Zero beating is just ensuring that you are operating on the same frequency as the station you are receiving. If you don't do this, the other station may not hear you when you reply. For example, if the frequencies don't match and he has his filters set narrow your signal may get filtered out.
This is one of the things I like most about the FT-897D. It is extremely easy to zero beat another station. There is an LED on the front panel marked 'CW-T'. Just tune the VFO knob until the LED blinks in time with the received signal. That is it. You are zero beat. Works phenomenally well.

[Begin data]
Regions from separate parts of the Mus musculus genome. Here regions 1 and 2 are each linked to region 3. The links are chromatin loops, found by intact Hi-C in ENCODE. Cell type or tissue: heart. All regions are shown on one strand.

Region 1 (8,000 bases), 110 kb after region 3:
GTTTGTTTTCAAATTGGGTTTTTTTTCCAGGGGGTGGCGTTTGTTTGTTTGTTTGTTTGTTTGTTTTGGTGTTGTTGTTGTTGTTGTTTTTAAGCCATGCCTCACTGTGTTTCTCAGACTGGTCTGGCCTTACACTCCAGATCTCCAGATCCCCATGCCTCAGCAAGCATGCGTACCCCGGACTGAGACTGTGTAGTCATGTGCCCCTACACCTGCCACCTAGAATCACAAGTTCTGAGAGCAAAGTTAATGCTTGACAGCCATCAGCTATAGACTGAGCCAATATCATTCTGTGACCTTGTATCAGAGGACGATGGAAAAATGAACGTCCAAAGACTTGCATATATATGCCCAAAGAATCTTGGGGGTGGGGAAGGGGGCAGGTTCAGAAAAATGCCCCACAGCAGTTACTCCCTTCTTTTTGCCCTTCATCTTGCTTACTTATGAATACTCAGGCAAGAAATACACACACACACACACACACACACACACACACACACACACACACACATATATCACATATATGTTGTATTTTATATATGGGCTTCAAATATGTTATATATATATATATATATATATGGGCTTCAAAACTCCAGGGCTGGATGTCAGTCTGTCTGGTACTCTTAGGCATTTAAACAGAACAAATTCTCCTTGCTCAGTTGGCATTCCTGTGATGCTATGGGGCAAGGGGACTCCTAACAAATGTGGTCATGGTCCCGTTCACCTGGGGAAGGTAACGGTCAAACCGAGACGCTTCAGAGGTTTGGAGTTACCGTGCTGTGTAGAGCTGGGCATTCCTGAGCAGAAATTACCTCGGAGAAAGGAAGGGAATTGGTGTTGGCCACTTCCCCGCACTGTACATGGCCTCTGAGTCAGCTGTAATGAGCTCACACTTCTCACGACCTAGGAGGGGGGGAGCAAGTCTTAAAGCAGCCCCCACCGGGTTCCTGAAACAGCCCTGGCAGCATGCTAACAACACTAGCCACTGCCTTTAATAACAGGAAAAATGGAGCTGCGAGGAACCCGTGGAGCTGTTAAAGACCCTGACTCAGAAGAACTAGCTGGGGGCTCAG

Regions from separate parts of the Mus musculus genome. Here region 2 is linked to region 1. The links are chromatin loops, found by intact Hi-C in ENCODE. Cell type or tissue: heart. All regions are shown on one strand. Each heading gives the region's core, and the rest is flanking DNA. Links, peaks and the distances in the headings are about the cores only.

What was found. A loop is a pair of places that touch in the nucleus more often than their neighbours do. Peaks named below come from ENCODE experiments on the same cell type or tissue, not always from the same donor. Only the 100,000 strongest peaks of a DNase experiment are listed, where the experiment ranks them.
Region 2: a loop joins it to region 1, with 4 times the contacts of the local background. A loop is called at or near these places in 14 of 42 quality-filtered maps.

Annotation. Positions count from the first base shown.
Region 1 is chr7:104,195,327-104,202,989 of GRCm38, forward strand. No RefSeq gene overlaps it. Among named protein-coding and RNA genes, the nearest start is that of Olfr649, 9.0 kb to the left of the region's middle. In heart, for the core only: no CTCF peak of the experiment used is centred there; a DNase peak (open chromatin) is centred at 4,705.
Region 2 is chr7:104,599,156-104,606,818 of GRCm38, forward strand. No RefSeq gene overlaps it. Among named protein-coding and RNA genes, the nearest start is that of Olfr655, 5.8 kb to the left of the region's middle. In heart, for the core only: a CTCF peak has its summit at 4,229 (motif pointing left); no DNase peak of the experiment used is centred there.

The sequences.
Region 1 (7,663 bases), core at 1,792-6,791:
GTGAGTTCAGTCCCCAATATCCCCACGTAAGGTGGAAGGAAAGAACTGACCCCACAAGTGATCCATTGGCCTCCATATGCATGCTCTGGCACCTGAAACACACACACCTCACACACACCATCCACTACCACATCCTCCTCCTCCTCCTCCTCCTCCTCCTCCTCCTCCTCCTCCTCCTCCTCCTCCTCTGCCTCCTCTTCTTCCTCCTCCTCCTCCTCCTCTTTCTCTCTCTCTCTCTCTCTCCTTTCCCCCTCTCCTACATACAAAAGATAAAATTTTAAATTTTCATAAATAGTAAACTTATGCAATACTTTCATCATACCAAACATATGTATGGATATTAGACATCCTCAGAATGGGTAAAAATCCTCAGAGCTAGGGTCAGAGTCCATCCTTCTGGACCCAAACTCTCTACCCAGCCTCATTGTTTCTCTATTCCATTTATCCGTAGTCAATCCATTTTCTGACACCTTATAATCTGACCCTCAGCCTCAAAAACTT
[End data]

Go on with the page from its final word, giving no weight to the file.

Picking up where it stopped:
As mentioned by AA4PB, with most rigs if you are zero beat the frequency of the received CW tone matches the frequency of the sidetone when you transmit. So, you should be able to listen to their signal and then key your transmitter and the two tones should be the same. With some rigs, that is how you zero beat. Believe me, that little flashing LED is a much easier and much more convenient way to to this. I really don't understand why all manufacturers don't adopt this practice.
In fact, I liked the feature so much, I even found a way to add it to a QRP rig I have.http://www.wb3aal.com/Pages/K6XX/K6XXCWIndicatorKit.htm